- ‘Gay Jeans’ that fade into rainbow-colored denim created
- Divided court strikes down big porn award
- Jimmy Carter: Don’t hurt Russian people with sanctions
- Oldest ex-MLB player dies in Cuba, 2 days shy of 103rd birthday
- ‘Top Gun’ for drones: Squadrons of carrier-based killers have Navy’s approval
- Bill Clinton to endorse Charlie Rangel for re-election
- Pfc. Bradley Manning is now Pfc. Chelsea Manning: Court says so
- Secret base U.S. special forces used to train Libyans now under terrorist control: report
- 9th suspect in N.C. kidnapping turns self in to FBI
- L.A. sheriff admits to testing flyover spy program without notifying residents
Defense going in reverse this year
For two years, through quarterback controversies, an overhaul at receiver and nearly constant problems with the kicking game, Joe Gibbs always could rely on the Washington Redskins’ defense.
High draft choices and big-money free agents, second-day draft picks and journeymen looking for a chance formed a unit that finished in the top 10 defensively in 2004 and again last season.
But no longer.
A Redskins defense that hung tough with little offensive help two years ago and served as the foundation of a playoff run last season now is an outfit that misses tackles, struggles on third down, fails to create turnovers, rarely gets to the quarterback and constantly is susceptible to the big play.
“Everyone’s pride is wounded because we’re not playing up to our capabilities,” defensive end Renaldo Wynn said. “It’s a disappointment, but nevertheless we have the type of guys on this team that will definitely get it right and get it turned around.”
They have no choice: The Redskins are 2-3 heading into Sunday’s game against the Tennessee Titans. In the aftermath of the 19-3 loss to the Giants, Gibbs was forced to confront the first major defensive crisis since his return to the team two years ago.
The Redskins rank 22nd in the league in total yards allowed, 28th in pass defense and 24th in third down defense. They are tied for 28th in interceptions. Only one other team has allowed more passes of at least 20 yards than the Redskins, who have surrendered 21.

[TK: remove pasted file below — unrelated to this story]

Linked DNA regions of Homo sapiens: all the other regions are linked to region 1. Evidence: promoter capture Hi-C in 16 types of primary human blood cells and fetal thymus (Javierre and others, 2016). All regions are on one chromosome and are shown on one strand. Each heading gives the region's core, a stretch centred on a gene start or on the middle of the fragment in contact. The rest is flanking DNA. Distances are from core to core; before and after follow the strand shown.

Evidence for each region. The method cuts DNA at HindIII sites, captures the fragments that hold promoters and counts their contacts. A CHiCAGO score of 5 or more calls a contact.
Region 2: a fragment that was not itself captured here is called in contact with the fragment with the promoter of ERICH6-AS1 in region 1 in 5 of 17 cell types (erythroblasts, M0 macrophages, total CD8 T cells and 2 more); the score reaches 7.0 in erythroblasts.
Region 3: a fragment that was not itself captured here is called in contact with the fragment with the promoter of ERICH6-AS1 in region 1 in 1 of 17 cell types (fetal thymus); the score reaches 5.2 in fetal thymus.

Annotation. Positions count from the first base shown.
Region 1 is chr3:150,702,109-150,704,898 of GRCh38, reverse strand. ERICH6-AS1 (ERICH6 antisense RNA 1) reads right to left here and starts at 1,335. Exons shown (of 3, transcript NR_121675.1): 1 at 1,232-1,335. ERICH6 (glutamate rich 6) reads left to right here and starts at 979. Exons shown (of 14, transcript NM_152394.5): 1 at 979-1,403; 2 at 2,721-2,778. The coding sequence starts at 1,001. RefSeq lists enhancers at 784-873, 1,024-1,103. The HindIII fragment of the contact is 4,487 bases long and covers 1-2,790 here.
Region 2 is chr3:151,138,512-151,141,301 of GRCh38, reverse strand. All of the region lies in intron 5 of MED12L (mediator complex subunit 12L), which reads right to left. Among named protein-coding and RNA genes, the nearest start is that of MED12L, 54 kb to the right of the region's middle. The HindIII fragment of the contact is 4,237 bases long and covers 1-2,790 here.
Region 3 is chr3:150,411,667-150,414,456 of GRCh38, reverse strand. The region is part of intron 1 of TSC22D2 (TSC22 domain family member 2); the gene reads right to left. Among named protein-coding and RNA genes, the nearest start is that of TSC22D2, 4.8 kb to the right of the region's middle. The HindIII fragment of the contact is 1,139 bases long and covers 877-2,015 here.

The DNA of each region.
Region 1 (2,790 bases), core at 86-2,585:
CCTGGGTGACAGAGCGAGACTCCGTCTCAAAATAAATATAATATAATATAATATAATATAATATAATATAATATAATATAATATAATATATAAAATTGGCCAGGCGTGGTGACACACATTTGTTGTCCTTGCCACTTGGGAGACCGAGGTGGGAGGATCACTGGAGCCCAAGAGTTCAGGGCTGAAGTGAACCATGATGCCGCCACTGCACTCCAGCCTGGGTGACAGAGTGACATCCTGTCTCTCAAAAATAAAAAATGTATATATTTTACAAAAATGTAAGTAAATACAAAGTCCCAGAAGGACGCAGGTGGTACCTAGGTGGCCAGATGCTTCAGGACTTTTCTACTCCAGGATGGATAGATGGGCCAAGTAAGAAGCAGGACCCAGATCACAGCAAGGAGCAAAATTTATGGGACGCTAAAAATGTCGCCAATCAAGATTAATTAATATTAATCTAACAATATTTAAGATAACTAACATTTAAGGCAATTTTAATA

“It’s obviously troubling,” Gibbs said. “And the defense would tell you that, too.”
Deciphering the roots of the problem isn’t difficult, but fixing it isn’t as easy.
The past two seasons: Young, undrafted players like linebacker Antonio Pierce and safety Ryan Clark thrived. Former early round draft picks like cornerback Fred Smoot bought into Williams’ system. All three players were allowed to leave in free agency.
This season: Defensive end Andre Carter and safety Adam Archuleta were given above-market-value contracts during the offseason, and both have struggled.
Pierce, Clark and Smoot are all performing well — for the Giants, Vikings and Steelers, respectively. Once identified by Gibbs as “core Redskins,” Pierce and Smoot were given big money by New York and Minnesota. Clark was deemed expendable when the Redskins decided to sign Archuleta.
Their replacements were Lemar Marshall (a better outside linebacker than middle linebacker), Archuleta (who publicly has acknowledged his difficult transition to the Redskins) and Carlos Rogers (still learning on the job at cornerback).
Which forces this question: Are the Redskins struggling because they simply don’t have as many good players?
By Andrew P. Napolitano
Obama's veil of secrecy is pierced
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